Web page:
Korea: The Hungry Prison Guards Get Nukes


October 10, 2006: What's most important about North Korea is what's unsaid. For example, the biggest fear of both China and South Korea is that the North Korean dictatorship would lose control, and millions of refugees would flee to China and South Korea. This would lead to South Korea's biggest nightmare; reunification. South Korea has been studying the 1990s reunification of East and West Germany, and knows that the peace and prosperity South Korea has been enjoying for over a generation, would come to an end with reunification. Most South Korean's are ashamed to admit it, but they wish North Korea would just magically disappear. But North Korea is real, and what China and North Korea were hoping for was economic reform, as happened in China over the last three decades, so that the North Koreans could feed themselves, prosper a little, and not be such a huge potential burden on their neighbors. But the Communist Party officials running North Korea are neither as clever, nor as competent, as the ones who revived the Chinese economy in the 1970s (by legalizing capitalism, but not democracy). The North Korean communists have tried to introduce capitalism, a market economy, and all that. But they screwed it up, and it's not working. Too many greedy, incompetent bureaucrats. North Korea is sliding into the abyss.
North Korea is one huge prison farm, that cannot raise enough food to feed itself, and is full of well armed, and increasingly hungry guards. Now the guards have nuclear weapons. North Korea has been using the threat, of having nuclear weapons, for over a decade, to extort money, food and fuel from the rest of the world. But as long as the current crew of communist bureaucrats are running North Korea, there will, year by year, be a need for more such charity. As more North Koreans try to get out of the prison camp, there will be a need for more repression by the guards. Over two million North Koreans have died from this mistreatment in the last half century. Most of those were killed in the last decade, largely from starvation. Having nuclear weapons, and threatening to use them, is the least of North Korea's sins.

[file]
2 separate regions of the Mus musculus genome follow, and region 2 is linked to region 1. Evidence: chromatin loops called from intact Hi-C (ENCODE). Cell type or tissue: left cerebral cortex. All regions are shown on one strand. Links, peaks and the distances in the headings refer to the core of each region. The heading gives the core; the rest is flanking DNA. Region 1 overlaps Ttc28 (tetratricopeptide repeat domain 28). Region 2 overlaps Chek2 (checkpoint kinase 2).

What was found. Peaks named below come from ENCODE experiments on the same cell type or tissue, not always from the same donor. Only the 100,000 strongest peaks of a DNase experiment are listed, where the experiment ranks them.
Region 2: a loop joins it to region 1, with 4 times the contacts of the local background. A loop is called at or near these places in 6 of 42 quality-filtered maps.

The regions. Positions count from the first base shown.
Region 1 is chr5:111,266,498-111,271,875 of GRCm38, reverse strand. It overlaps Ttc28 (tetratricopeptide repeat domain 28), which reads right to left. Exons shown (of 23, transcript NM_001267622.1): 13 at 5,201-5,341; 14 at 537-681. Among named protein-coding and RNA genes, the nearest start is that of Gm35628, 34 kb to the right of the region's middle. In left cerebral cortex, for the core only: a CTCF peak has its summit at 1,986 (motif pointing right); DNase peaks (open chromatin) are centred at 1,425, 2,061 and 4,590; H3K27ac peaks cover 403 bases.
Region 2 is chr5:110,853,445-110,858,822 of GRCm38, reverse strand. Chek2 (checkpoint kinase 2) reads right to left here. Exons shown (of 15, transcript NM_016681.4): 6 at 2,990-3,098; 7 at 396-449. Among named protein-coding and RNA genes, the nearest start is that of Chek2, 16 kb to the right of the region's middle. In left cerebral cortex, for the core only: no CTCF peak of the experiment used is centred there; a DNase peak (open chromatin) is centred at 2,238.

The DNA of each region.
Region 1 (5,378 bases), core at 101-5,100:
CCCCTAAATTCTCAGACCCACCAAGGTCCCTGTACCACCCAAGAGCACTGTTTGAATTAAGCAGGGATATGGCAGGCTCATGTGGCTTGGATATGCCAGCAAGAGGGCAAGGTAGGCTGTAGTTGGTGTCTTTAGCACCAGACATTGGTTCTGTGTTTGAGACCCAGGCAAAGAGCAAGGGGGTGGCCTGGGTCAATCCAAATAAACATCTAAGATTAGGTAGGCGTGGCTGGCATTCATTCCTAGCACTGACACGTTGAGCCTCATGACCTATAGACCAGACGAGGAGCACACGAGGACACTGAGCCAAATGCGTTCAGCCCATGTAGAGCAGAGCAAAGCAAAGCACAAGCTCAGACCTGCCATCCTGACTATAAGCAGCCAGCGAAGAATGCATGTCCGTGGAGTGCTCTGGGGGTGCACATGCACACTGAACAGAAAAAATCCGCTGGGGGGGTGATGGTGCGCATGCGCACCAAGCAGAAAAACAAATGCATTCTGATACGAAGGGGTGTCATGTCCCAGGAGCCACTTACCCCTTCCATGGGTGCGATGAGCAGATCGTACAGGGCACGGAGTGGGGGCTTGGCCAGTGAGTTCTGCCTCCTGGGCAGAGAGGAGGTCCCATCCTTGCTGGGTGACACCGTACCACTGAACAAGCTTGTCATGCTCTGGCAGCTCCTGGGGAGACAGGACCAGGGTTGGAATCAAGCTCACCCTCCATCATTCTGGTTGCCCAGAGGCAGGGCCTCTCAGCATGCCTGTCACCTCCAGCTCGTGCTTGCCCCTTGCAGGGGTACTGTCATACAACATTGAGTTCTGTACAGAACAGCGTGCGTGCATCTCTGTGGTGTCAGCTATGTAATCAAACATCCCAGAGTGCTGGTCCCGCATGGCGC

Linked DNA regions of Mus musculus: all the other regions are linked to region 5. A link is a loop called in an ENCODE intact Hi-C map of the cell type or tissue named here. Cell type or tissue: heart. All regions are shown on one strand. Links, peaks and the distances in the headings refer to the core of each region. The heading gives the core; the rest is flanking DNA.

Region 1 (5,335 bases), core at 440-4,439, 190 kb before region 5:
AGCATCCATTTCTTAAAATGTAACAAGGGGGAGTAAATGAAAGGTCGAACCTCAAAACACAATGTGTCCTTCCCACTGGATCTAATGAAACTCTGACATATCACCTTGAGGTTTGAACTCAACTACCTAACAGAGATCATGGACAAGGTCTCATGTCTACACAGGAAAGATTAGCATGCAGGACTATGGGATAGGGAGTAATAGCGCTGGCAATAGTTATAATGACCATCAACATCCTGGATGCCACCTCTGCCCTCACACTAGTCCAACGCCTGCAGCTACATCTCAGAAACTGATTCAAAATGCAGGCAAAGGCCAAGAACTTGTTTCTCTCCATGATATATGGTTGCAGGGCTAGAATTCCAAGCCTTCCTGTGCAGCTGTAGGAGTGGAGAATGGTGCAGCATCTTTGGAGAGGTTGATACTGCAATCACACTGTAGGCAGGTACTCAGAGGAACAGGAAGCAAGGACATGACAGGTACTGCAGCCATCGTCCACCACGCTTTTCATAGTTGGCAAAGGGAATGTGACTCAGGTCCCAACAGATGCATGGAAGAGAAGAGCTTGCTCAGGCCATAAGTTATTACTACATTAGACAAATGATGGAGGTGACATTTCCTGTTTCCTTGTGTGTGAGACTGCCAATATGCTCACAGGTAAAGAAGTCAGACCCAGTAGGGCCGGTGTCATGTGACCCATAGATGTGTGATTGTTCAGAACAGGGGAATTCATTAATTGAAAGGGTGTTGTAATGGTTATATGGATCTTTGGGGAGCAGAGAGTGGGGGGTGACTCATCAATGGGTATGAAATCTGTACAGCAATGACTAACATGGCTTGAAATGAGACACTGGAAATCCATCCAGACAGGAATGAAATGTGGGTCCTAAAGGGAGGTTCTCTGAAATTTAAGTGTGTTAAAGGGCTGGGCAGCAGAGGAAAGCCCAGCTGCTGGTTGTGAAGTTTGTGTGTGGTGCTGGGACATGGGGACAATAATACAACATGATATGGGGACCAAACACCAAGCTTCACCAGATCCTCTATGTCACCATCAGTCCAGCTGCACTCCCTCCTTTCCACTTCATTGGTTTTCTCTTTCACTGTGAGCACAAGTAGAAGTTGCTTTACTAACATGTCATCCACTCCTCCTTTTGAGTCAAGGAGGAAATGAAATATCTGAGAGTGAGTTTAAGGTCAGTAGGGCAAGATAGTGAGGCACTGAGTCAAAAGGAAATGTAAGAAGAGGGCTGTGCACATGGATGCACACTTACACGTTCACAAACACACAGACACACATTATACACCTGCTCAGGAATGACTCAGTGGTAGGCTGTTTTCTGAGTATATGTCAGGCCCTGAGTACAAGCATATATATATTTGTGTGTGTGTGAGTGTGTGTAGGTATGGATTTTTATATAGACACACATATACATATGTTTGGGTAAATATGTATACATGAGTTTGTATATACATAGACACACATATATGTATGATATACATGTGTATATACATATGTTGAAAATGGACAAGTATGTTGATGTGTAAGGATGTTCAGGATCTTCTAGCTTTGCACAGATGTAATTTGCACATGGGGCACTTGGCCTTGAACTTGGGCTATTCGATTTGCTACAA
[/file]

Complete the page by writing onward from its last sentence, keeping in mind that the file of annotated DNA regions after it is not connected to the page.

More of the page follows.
For over a decade, North Korea has been threatening China and South Korea with the "refugee weapon", and that's why these two countries continue to pour aid into North Korea. Nuclear weapons in North Korea won't change that. The North Korean ruling class, the prison guards, are desperate. And desperate animals can be unpredictable. This makes North Korea's neighbors nervous. But what can you do? There is no likely solution that is any good for North Korea's neighbors, although the North Korean people would certainly like a change of government. But brain washed and battered down by over half a century of police state abuse, the prisoners are not in very good shape for anything, except crawling for the exits.
October 8, 2006: Japan, which has intermittently talked about building nuclear weapons over the years, is now rather more serious about it. Many believe that the government actually has a secret nuclear weapons program, held in reserve, and needing only a few months to actually finish up and assemble the weapons. China is not happy about this, especially since the Taiwanese can do the same thing, and may have already done so. And perhaps with Japanese help. The North Korean bomb is about much more than North Korea.
October 7, 2006: North Korea set off a nuclear bomb in a deep cave. Seismograph readings (which can tell the difference between an earth quake, large quantities of high explosives or a nuclear blast) indicated a small bomb, perhaps ten kiloton. It was apparently very similar to the first one set off by the United States 61 years ago. And so North Korean technology boldly enters the 1940s.
October 6, 2006: On the DMZ, South Korean soldiers fired several dozen warning shots when they detected some North Korean soldiers in the DMZ. It was believed that the North Korean troops were just on their way to a stream, and some fishing. Increasingly, the North Korean soldiers venture into the game-rich DMZ to search for food, especially meat. While the North Korean army is better fed than the average North Korean civilian, the soldiers still get less food than their South Korean counterparts, and very little meat.




Help Keep Us From Drying Up

We need your help! Our subscription base has slowly been dwindling.

Each month we count on your contributions. You can support us in the following ways:

  1. Make sure you spread the word about us. Two ways to do that are to like us on Facebook and follow us on Twitter.
  2. Subscribe to our daily newsletter. We’ll send the news to your email box, and you don’t have to come to the site unless you want to read columns or see photos.
  3. You can contribute to the health of StrategyPage.
Subscribe   Contribute   Close